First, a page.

Mandamus Action:

If a mandamus action is filed, and the reviewing court orders the public office to comply with the Public Records Law, S.B. 321 requires that court costs be awarded to the relator.  R.C. 149.43(C)(3)(a)(i).  Additionally, S.B. 321 allows courts to award reasonable attorney fees to the relator if the court orders the public office to comply with the Public Records Law, or one of the following applies:

  •  The public office failed to respond to the public records request in accordance with the time allowed under the Public Records Law; or
  • The public office promised the relator that it would make the records available for inspection within a specific period of time, and failed to do so.


R.C. 149.43(C)(3)(b)(i) and (b)(ii).  Moreover, S.B. 321 permits an award of attorney fees when the court determines that the public office acted in bad faith when making the records available for inspection for the first time after the filing of a mandamus action, but before the court issued any order as to whether the public office must comply with the Public Records Law.  R.C. 149.43(C)(3)(b)(iii).  When attorney fees are awarded, they cannot exceed the amount of reasonable attorney fees incurred before the public record was made available to the relator.  R.C. 149.43(C)(4).  A court may also reduce the amount of attorney fees awarded if it finds that an alternative means should have been pursued to resolve the issue more effectively than a mandamus action.  Id.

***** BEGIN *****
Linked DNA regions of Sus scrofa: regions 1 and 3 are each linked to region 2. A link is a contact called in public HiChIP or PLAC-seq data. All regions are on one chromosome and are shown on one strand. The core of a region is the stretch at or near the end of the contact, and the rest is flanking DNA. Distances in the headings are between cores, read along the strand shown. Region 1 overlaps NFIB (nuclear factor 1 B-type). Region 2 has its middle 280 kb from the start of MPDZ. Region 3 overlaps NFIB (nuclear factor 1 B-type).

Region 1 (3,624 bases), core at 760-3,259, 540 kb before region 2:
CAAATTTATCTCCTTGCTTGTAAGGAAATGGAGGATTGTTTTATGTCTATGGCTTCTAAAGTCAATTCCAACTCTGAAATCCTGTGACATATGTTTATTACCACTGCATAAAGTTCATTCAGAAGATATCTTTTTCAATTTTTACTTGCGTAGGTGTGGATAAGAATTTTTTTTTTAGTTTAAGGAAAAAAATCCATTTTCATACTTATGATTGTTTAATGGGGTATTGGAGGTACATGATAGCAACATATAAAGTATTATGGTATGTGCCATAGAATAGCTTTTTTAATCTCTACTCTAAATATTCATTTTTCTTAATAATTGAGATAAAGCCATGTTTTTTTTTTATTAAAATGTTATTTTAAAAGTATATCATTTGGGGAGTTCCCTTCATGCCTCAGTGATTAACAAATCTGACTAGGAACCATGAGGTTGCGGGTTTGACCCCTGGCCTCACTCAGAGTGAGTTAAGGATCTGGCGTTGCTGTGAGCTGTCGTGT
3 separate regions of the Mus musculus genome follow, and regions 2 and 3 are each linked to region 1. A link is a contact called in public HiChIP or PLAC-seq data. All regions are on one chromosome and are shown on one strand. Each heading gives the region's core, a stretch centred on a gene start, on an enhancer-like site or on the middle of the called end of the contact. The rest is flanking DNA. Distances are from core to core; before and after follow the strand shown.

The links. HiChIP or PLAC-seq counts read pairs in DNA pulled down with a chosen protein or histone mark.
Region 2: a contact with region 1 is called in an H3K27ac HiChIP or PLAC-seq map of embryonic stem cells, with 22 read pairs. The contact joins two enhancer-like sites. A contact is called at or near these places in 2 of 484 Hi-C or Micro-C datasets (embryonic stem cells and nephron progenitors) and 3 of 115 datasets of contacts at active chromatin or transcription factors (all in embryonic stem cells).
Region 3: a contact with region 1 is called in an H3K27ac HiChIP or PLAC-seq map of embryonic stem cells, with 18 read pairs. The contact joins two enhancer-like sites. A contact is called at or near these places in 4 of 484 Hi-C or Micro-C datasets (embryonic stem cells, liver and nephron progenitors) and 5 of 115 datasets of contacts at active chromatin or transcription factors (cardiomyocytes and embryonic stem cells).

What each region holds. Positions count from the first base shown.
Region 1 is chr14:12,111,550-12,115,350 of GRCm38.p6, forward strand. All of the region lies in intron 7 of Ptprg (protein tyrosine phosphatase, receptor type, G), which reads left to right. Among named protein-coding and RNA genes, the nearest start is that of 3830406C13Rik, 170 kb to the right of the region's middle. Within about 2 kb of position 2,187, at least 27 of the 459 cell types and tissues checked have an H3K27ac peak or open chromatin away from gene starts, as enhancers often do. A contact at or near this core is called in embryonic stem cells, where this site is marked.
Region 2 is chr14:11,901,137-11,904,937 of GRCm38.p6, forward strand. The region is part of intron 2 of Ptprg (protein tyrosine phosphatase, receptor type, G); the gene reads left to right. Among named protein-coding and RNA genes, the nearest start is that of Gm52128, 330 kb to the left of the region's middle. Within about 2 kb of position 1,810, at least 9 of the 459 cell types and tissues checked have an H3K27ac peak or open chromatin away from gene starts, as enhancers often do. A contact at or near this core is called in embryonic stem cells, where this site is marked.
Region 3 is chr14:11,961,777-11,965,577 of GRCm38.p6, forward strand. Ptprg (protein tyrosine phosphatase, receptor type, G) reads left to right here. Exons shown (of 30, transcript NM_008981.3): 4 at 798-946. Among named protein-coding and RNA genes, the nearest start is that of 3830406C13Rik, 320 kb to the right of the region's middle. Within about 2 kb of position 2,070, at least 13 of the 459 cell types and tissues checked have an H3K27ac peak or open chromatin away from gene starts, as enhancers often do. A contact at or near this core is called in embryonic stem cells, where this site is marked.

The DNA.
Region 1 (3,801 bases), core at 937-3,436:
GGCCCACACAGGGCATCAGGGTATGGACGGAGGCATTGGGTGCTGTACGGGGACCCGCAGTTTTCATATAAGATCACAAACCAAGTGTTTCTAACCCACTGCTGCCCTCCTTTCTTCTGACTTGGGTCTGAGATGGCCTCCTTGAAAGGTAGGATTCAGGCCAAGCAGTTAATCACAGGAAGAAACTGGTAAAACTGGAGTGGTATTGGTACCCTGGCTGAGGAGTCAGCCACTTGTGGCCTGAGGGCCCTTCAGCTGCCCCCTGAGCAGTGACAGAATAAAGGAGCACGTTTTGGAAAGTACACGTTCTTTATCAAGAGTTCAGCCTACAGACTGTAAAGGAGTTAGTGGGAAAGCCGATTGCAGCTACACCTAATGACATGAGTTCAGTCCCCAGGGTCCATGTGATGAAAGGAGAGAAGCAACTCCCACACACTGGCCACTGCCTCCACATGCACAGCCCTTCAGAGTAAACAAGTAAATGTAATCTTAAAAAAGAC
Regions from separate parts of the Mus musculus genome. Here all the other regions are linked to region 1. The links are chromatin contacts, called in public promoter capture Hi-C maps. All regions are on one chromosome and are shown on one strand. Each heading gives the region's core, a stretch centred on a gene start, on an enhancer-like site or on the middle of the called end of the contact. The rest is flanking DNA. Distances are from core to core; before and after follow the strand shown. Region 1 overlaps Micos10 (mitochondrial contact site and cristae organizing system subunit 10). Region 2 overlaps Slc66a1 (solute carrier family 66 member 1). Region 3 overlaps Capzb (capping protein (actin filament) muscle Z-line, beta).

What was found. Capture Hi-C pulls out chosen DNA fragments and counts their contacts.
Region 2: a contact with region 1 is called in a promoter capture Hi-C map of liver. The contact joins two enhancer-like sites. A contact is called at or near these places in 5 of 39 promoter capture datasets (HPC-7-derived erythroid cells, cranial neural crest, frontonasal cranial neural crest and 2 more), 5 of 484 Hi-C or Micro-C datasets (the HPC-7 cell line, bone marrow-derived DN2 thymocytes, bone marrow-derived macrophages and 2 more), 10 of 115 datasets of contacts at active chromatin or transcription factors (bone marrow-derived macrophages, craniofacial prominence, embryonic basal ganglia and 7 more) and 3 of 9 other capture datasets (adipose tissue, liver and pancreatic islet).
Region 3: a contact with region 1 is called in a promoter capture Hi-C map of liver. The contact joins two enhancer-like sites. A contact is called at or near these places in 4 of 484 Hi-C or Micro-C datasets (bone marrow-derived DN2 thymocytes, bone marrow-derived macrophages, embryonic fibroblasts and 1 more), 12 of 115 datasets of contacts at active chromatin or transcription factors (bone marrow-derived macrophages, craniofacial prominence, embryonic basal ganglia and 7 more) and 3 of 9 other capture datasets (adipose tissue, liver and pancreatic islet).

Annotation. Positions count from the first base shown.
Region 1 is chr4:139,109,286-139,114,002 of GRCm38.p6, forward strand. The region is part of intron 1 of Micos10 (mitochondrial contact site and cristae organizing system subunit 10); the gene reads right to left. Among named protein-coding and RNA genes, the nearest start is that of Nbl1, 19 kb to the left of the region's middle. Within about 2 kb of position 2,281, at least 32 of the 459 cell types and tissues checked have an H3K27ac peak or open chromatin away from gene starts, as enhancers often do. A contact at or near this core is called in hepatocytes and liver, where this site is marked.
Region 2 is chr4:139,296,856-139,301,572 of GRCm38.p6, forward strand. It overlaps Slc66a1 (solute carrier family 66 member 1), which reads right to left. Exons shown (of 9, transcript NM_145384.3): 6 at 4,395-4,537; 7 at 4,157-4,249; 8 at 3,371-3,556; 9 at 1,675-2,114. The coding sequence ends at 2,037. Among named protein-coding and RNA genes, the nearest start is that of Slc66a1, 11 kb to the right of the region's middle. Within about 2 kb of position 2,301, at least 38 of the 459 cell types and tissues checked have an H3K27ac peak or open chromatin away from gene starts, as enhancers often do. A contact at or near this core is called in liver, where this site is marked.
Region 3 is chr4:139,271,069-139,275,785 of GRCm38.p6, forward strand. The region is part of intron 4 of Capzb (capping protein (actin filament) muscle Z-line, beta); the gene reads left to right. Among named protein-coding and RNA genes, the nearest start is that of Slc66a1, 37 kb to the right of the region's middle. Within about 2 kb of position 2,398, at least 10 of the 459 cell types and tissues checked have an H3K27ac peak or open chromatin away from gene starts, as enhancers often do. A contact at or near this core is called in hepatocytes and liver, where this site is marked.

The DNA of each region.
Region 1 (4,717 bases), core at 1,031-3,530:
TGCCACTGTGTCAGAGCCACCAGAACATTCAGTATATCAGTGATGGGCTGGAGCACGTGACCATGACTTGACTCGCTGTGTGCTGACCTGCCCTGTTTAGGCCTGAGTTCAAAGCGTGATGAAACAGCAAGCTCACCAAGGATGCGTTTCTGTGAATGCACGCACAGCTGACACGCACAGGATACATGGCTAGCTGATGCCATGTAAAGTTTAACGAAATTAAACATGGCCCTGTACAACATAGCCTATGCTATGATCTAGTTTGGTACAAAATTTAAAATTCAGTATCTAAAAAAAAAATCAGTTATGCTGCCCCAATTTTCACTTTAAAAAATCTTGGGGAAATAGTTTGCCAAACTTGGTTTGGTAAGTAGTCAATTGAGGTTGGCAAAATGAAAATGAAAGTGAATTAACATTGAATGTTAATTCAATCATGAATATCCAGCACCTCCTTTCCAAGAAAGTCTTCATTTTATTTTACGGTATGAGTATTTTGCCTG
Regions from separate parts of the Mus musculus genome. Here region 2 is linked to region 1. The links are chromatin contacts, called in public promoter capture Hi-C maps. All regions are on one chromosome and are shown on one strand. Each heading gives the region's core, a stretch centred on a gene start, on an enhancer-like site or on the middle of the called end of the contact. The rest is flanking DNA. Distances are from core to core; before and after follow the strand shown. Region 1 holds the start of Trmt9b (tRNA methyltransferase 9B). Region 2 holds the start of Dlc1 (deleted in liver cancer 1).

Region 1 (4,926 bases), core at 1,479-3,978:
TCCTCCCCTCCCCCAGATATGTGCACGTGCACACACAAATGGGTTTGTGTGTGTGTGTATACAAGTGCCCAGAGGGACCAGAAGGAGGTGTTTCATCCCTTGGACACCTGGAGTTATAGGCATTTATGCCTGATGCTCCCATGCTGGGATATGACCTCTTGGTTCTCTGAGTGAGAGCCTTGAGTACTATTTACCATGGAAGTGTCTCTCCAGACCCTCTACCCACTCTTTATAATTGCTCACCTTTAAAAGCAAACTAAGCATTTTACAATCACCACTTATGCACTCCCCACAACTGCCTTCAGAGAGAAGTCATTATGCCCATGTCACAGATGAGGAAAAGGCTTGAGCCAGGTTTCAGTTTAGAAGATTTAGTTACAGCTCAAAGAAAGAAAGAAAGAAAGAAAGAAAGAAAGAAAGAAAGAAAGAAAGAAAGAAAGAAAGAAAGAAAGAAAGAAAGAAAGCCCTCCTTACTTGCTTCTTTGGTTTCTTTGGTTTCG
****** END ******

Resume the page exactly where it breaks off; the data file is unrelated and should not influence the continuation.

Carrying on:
S.B. 321 further modifies the current law in this area by prohibiting a court from awarding attorney fees to a relator if the court determines that both of the following apply:

  • The public office reasonably believed, based upon the law at the time of the alleged failure to comply with the Public Records Law, that its conduct with respect to the public records request did not constitute a failure to comply with an obligation under the Public Records Law; and
  • A well-informed public office would reasonably believe that the conduct in response to the public records request would serve the public policy that underlies the authority asserted as permitting the conduct at issue.

R.C. 149.43(C)(3)(c).  Additionally, if the court declines to issue a writ of mandamus, and finds that the mandamus action was frivolous, the court may award court costs, expenses, and reasonable attorney fees to the public office.  R.C. 149.43(C)(5).


Additional Modifications by S.B. 321:

S.B. 321 further states that, when a public office provides access to public records on a free public website, it may limit the number of records that it will provide in digital format to requestors to ten per month, unless the requested records are not on the public website.

Additionally, with respect to criminal records, S.B. 321 mandates that when a defendant in an action, the defendant’s attorney, or any agent of the defendant, requests public records relating to that action, the request must be considered a demand for discovery under the Criminal Rules.  R.C. 149.43(G).  The requestor must serve a copy of the request to the prosecuting attorney in these circumstances, as well.  Id.

Overall, the changes set forth in S.B. 321 allow for the expedited resolution of issues pertaining to public records requests.  Further, the new options are more cost effective, and allow both parties to avoid long delays, waiting for courts to issue decisions on these disputes.  Additionally, the introduction of a mediator at the outset of these claims may facilitate resolution of these matters without commencing litigation.  However, the bill seems to effectively ensure that, even in matters where mediation is unsuccessful, the process will be guided by strict deadlines for filings by the parties, as well as decisions by the special masters and courts.